• Inquisition by Anselm Audley - Book 2 of The Aquasilva Trilogy. I have Book 1, so I might as well finish this trilogy as well. (Didn't see Book 3, so I'll have to see if Amazon has it or something.)
  • The Madness Season by C.S. Friedman - Cover art by Michael Whelan, so it's already a good buy...
  • In Conquest Born by C.S. Friedman - I had a copy of this long, long ago, but I got rid of it before I had a chance to read it. Might as well give it a try this time
  • The Eternal Champion by Michael Moorcock - I already have the paperback versions of this series, but this is a hardcover omnibus edition...that seems to contain different books. The whole Eternal Champion universe is extremely convoluted....
  • Von Bek by Michael Moorcock - Also part of the Eternal Champion universe. Also in a nice hardcover omnibus edition.
  • Deathless Gods by P.C. Hodgell - Book 10 in the open-ended Chronicles of the Kencyrath, underappreciated fantasy series, but one that seems to have enough of a loyal following for Hodgell to keep writing a new entry in the series every few years. Just fantastic world-building.


  • Qualinesti Paul B. Thompson & Tonya C. Carter -- Book III of Dragonlance: Elven Nations Trilogy, strong anti-slavery vibes...
  • The Gathering Storm by Robert Jordan and Brandon Sanderson -- Book 12 of The Wheel of Time. Sanderson takes over from here after Jordan's untimely death. The last three books are a nonstop ride to the Last Battle...

NOTE: The central conflict in The Gathering Storm is that the main character has to learn to laugh again. Otherwise the world is doomed. It makes total sense in context, as the main character is losing his grip on his humanity and the only way he can restore it is to find within himself the ability to laugh. He earns it the hard way.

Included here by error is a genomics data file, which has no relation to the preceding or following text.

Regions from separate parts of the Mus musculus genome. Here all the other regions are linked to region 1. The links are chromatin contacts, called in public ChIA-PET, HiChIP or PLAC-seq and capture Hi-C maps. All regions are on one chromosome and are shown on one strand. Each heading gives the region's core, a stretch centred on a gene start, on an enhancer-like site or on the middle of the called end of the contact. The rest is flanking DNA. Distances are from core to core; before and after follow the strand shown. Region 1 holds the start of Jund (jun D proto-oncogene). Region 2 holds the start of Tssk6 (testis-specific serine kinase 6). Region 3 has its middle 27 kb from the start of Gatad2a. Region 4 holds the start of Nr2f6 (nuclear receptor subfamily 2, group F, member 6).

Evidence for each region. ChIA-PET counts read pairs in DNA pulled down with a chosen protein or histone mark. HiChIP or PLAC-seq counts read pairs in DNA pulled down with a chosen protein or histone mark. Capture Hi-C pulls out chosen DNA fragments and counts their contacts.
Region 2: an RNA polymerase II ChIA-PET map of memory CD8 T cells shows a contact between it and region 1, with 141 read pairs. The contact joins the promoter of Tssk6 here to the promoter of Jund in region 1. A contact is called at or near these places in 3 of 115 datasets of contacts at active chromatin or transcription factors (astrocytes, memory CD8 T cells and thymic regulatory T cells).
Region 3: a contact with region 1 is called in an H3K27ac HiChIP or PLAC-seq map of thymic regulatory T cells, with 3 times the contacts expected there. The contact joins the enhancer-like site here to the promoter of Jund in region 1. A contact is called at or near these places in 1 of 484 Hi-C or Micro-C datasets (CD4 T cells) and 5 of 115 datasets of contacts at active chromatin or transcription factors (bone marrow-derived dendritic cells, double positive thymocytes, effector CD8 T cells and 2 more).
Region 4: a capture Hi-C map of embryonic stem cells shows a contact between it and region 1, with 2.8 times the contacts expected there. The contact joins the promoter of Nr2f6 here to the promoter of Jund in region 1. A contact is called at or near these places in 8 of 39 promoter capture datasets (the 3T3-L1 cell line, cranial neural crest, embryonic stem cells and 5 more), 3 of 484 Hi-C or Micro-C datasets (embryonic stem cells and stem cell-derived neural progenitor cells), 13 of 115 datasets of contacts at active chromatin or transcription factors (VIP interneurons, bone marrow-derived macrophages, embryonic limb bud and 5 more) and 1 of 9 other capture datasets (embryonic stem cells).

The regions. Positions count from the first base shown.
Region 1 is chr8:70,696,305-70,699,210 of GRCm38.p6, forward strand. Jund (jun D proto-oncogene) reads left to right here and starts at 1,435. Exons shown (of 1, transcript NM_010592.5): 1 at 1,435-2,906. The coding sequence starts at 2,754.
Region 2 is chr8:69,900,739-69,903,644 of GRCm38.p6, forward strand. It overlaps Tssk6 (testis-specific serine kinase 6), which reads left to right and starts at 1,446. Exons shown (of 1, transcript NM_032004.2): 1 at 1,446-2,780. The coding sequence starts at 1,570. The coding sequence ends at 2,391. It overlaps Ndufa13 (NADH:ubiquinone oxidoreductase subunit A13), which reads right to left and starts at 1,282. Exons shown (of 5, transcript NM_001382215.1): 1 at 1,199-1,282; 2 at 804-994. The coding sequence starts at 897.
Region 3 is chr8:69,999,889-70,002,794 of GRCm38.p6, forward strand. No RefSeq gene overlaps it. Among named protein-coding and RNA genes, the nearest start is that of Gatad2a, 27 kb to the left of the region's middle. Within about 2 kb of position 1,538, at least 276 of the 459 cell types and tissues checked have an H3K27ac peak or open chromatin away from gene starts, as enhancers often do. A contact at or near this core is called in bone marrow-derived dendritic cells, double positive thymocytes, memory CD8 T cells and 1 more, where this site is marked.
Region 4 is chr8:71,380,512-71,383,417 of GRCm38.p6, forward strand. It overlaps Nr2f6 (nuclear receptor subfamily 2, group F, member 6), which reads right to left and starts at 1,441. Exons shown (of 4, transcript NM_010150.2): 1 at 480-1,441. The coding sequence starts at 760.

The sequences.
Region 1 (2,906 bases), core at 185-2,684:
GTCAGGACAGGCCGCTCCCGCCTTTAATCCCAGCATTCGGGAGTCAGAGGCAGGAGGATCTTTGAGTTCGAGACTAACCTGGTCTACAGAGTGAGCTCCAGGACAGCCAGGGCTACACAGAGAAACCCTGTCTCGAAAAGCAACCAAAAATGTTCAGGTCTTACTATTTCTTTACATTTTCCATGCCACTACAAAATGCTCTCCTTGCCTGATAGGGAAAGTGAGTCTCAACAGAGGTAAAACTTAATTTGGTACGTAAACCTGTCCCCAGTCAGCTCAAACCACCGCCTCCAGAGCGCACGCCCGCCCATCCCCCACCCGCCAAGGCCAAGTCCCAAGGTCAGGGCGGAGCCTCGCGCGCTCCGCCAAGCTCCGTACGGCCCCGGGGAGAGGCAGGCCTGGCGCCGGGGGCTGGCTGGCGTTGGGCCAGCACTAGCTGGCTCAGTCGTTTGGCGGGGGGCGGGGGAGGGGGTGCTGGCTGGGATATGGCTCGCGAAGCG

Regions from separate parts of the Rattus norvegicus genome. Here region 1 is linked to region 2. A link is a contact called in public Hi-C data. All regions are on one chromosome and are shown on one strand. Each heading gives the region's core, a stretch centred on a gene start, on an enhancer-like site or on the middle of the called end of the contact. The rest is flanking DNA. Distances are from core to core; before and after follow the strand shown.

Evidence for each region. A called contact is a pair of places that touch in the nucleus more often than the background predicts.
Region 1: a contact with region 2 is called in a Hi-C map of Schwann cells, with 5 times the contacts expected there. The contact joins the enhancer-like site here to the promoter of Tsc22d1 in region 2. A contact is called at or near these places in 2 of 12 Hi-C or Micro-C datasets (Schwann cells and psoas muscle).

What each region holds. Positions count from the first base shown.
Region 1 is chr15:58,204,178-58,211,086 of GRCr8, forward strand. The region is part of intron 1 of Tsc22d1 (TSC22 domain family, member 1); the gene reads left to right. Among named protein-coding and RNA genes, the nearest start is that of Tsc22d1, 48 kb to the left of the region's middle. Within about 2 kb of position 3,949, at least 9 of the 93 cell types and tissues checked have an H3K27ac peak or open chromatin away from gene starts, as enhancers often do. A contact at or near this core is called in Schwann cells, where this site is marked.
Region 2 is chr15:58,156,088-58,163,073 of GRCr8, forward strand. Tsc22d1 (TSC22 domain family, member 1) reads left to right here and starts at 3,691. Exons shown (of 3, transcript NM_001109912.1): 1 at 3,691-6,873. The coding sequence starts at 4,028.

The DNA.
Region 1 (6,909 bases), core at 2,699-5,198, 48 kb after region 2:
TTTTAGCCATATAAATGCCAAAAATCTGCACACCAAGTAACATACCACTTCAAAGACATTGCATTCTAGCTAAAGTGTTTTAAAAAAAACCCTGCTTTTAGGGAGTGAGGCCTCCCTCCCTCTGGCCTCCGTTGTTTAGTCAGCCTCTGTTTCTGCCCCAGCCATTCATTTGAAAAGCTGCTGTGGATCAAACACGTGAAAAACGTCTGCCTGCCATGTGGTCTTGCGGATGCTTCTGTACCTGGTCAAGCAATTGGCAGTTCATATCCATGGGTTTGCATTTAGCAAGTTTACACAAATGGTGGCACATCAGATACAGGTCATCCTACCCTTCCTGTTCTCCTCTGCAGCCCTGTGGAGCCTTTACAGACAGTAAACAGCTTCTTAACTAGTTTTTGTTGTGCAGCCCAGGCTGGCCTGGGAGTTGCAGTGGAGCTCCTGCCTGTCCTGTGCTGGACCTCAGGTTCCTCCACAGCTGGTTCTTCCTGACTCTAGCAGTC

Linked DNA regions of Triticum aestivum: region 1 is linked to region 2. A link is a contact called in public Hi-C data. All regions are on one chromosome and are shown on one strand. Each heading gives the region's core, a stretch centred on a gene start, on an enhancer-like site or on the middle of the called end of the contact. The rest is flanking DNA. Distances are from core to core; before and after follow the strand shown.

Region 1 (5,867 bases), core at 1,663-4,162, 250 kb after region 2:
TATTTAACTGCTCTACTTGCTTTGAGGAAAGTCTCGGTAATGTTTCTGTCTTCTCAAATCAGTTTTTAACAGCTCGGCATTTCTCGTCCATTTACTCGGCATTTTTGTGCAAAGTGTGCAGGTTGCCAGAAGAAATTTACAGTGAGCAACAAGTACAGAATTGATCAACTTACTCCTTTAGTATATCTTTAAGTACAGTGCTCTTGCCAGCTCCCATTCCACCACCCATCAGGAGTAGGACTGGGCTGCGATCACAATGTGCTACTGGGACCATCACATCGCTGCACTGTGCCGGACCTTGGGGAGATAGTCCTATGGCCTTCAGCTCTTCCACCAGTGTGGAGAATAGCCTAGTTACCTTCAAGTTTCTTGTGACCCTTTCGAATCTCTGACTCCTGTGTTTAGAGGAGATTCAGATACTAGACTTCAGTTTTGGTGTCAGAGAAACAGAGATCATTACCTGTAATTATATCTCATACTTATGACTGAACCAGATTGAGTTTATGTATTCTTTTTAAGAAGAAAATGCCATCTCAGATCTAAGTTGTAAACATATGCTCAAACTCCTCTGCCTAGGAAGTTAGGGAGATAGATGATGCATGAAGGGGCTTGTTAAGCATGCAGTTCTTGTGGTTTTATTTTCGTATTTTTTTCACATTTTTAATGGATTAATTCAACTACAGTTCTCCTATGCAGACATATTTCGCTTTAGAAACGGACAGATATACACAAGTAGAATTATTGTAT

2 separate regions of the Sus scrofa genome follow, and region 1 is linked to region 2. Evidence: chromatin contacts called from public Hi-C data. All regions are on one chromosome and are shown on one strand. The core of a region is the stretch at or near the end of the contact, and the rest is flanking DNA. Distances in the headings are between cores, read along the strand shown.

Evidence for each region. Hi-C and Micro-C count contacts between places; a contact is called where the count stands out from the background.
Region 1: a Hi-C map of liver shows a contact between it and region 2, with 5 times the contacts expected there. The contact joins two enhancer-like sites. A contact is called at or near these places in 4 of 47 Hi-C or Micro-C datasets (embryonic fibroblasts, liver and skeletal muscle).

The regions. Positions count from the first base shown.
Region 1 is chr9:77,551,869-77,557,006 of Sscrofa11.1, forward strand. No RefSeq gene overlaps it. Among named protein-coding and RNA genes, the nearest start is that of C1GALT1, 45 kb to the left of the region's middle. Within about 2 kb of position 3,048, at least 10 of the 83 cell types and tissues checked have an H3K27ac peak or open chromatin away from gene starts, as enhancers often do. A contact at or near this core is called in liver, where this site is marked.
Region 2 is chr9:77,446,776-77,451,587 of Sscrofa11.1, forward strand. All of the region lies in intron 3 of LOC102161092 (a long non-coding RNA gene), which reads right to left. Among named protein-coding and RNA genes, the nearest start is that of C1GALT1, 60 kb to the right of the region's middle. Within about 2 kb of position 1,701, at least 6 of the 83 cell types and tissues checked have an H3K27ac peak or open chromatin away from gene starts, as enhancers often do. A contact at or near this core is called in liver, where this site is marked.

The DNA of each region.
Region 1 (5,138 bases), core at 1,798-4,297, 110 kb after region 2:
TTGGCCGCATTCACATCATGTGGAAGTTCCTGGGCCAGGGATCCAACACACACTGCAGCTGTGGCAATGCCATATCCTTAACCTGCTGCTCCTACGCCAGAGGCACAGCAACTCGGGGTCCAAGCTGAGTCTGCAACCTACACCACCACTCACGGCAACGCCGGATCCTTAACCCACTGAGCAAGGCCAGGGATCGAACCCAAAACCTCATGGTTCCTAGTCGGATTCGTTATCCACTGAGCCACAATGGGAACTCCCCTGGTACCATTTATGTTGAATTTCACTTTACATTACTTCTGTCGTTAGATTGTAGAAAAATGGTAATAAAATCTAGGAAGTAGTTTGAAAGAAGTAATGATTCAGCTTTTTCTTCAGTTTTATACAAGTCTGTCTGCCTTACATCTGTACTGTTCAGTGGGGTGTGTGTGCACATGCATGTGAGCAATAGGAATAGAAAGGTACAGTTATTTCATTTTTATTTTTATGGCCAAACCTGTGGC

He regarded the world beneath him. The clouds above had finally broken, if only just above him. The gloom dispersed, allowing him to see the sun hanging just above.

Rand looked up at it. Then he smiled. Finally, he let out a deep-throated laugh, true and pure.

It had been far too long.

-- The Gathering Storm by Robert Jordan

That's about all I have for this week. Thank you for all of your kind words regarding my Sunday Morning Book Thread. This is a very special place. You are very special people (in all the best ways!). The kindness, generosity, and wisdom of the Moron Horde knows no bounds. Let's keep reading!

If you have any suggestions for improvement, reading recommendations, or writing projects that you'd like to see on the Sunday Morning Book Thread, you can send them to perfessor dot squirrel at-sign gmail dot com. Your feedback is always appreciated! You can also take a virtual tour of OUR library at Since I added sections for AoSHQ, I now consider it OUR library, rather than my own personal fiefdom...

PREVIOUS SUNDAY MORNING BOOK THREAD - 10-02-22 (NOTE: Do NOT comment on old threads!)

("Huggy" Squirrel desperately needs a good laugh...this is NOT it!)